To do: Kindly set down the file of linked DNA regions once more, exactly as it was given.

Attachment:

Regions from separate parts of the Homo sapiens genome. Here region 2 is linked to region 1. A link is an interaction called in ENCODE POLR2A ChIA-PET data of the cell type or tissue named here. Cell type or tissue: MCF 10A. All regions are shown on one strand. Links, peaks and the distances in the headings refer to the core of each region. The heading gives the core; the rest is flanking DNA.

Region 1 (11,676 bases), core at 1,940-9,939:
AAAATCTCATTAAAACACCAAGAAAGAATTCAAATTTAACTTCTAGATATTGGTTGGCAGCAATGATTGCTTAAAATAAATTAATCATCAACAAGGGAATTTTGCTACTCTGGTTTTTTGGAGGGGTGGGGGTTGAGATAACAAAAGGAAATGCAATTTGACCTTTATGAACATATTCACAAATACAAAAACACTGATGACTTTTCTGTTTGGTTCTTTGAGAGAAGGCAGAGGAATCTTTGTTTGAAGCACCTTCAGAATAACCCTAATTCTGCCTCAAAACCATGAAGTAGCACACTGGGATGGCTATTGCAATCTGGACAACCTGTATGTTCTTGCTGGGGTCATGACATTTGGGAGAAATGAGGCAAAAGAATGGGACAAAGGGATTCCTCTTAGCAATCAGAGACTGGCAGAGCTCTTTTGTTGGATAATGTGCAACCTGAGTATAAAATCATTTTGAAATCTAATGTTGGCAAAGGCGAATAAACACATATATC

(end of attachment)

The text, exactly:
Regions from separate parts of the Homo sapiens genome. Here region 2 is linked to region 1. A link is an interaction called in ENCODE POLR2A ChIA-PET data of the cell type or tissue named here. Cell type or tissue: MCF 10A. All regions are shown on one strand. Links, peaks and the distances in the headings refer to the core of each region. The heading gives the core; the rest is flanking DNA.

Region 1 (11,676 bases), core at 1,940-9,939:
AAAATCTCATTAAAACACCAAGAAAGAATTCAAATTTAACTTCTAGATATTGGTTGGCAGCAATGATTGCTTAAAATAAATTAATCATCAACAAGGGAATTTTGCTACTCTGGTTTTTTGGAGGGGTGGGGGTTGAGATAACAAAAGGAAATGCAATTTGACCTTTATGAACATATTCACAAATACAAAAACACTGATGACTTTTCTGTTTGGTTCTTTGAGAGAAGGCAGAGGAATCTTTGTTTGAAGCACCTTCAGAATAACCCTAATTCTGCCTCAAAACCATGAAGTAGCACACTGGGATGGCTATTGCAATCTGGACAACCTGTATGTTCTTGCTGGGGTCATGACATTTGGGAGAAATGAGGCAAAAGAATGGGACAAAGGGATTCCTCTTAGCAATCAGAGACTGGCAGAGCTCTTTTGTTGGATAATGTGCAACCTGAGTATAAAATCATTTTGAAATCTAATGTTGGCAAAGGCGAATAAACACATATATC